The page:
Some (Overlooked/Ignored) Costs of Wood Smoke Pollution
Costs to neighbours:
Personal suffering from ill-health, on-going medical costs, GP and Specialist visits and hospitalisation. Loss of enjoyment of property. Costs installing and running sophisticated air filtering/air conditioning devices to try and keep out chimney emissions. Unnecessary electricity costs running clothes dryers because clothes on the line become smoky. More regular washing down of houses due to soot fall-out from neighbour’s chimney. Unwanted conflict with owners of wood heaters who do not want to know that their chimney emissions make neighbours sick. Costs of moving house.
Costs to the Health Care System:
A high percentage of the population suffer from cardiovascular, respiratory and allergic conditions which are exacerbated by wood smoke. There is also additional concern about long-term effects of particle pollution (most of wood smoke particles are 2.5 microns in diameter and less). "A more recent study has increased the concern about the long-term effects of PM2.5 (Pope et al, 2002). The results of this study, which is a follow-up of the 1995 ACS Study (Pope et al, 1995), found that long-term exposure to PM2.5 is strongly associated with increases in all cause, lung cancer and cardiopulmonary mortality. The results of this study have raised renewed concern over the importance of the long-term effects of exposure to PM2.5." Impact Statement for the Variation to the National Environment Protection (Ambient Air Quality) Measure, October 2002.
Costs to Government Environmental Agencies:
Government agencies continue to spend significant amounts of taxpayers’ money trying to educate people how to operate wood heaters. From our reports there has been little, if any improvement.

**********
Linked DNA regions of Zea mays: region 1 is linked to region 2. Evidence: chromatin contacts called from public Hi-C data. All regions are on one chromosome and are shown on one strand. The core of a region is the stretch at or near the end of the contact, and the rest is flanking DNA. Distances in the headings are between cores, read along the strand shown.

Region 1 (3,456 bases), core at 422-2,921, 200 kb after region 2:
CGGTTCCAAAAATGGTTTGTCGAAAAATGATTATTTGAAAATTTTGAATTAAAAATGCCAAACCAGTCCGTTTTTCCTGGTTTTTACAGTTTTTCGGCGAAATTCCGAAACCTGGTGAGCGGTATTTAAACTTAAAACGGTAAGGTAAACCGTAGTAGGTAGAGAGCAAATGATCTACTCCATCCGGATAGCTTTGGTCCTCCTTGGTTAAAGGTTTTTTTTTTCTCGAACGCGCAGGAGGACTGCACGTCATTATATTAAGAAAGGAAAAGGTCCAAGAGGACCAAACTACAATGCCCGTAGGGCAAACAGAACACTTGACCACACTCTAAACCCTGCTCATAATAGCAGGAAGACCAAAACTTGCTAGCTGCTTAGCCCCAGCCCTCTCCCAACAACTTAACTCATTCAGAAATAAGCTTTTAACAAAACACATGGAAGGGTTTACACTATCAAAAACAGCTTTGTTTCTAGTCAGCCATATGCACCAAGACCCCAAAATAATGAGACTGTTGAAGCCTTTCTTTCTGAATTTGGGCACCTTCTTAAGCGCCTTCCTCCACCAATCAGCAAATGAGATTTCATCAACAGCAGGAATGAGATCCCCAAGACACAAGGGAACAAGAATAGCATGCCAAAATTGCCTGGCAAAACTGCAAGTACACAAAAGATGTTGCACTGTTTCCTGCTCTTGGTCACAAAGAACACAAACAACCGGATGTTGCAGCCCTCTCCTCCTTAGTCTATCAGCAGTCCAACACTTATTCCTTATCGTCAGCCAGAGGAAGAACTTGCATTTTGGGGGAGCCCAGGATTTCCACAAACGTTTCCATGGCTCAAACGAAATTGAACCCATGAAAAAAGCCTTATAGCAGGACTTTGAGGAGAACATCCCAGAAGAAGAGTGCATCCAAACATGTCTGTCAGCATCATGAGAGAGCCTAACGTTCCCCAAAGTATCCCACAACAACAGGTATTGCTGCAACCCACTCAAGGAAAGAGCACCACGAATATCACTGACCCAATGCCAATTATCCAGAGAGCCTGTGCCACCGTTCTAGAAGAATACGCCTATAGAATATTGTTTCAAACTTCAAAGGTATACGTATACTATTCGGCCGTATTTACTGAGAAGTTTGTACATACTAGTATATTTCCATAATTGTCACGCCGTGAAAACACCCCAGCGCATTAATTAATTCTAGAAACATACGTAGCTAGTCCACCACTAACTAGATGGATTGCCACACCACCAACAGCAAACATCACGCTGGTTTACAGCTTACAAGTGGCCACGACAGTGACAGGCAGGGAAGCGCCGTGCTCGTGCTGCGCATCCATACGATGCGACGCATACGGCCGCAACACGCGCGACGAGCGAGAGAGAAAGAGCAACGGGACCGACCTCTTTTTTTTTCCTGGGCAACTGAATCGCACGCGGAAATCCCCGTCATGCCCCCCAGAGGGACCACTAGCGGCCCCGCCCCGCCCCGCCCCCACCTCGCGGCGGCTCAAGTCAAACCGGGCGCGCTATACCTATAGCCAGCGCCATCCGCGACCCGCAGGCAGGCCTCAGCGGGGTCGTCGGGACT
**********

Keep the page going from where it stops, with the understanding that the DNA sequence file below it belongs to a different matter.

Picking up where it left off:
For example, in WA an education campaign which ran during winter 1999 and which was thoroughly evaluated by the WA government before, during and after, found that there was a minus 1% change in people’s behaviour.
Environment Canterbury (NZ) did a similar scheme in 1996/97 with similar results no changed behaviour. They have now decided to ban open fires and new enclosed solid fuel burners from 2005 and phase out all solid fuel burning by 2020. For more details see Environment Canterbury’s Air section at http://www.ecan.govt.nz.
Wood Heater Exchange Programs - $2.05m Launceston http://www.ea.gov.au/atmosphere/airquality/woodsmoke/index.html;
$1m NSW Clean Air Fund wood heater replacement scheme http://www.epa.nsw.gov.au/media/0602/reduction.htm.
Costs to Local Authorities:
Local authorities are given responsibility to handle wood heater complaints. This places an added burden on scarce resources.
Costs to the Environment:
As advised by Environment Australia http://www.biodiversity.environment.gov.au/firewood/factsheet.html, "Up to 6 million tonnes of fuelwood is consumed in Australia each year (two thirds of which is used for domestic heating). This figure is double that of annual exports of eucalypt woodchips....In its present form this industry is unsustainable taking much more wood than is replaced and silently destroying remnant vegetation and wildlife." Although firewood plantation timber is now being promoted to reduce this harm, trees take a much longer time to grow than to burn and plantation timber still pollutes when burned in uncontrolled domestic heaters, plus environmental problems can occur again when firewood plantations are harvested.
Costs to Tourism:
The visual and odorous effect of air pollution is not welcomed by visitors.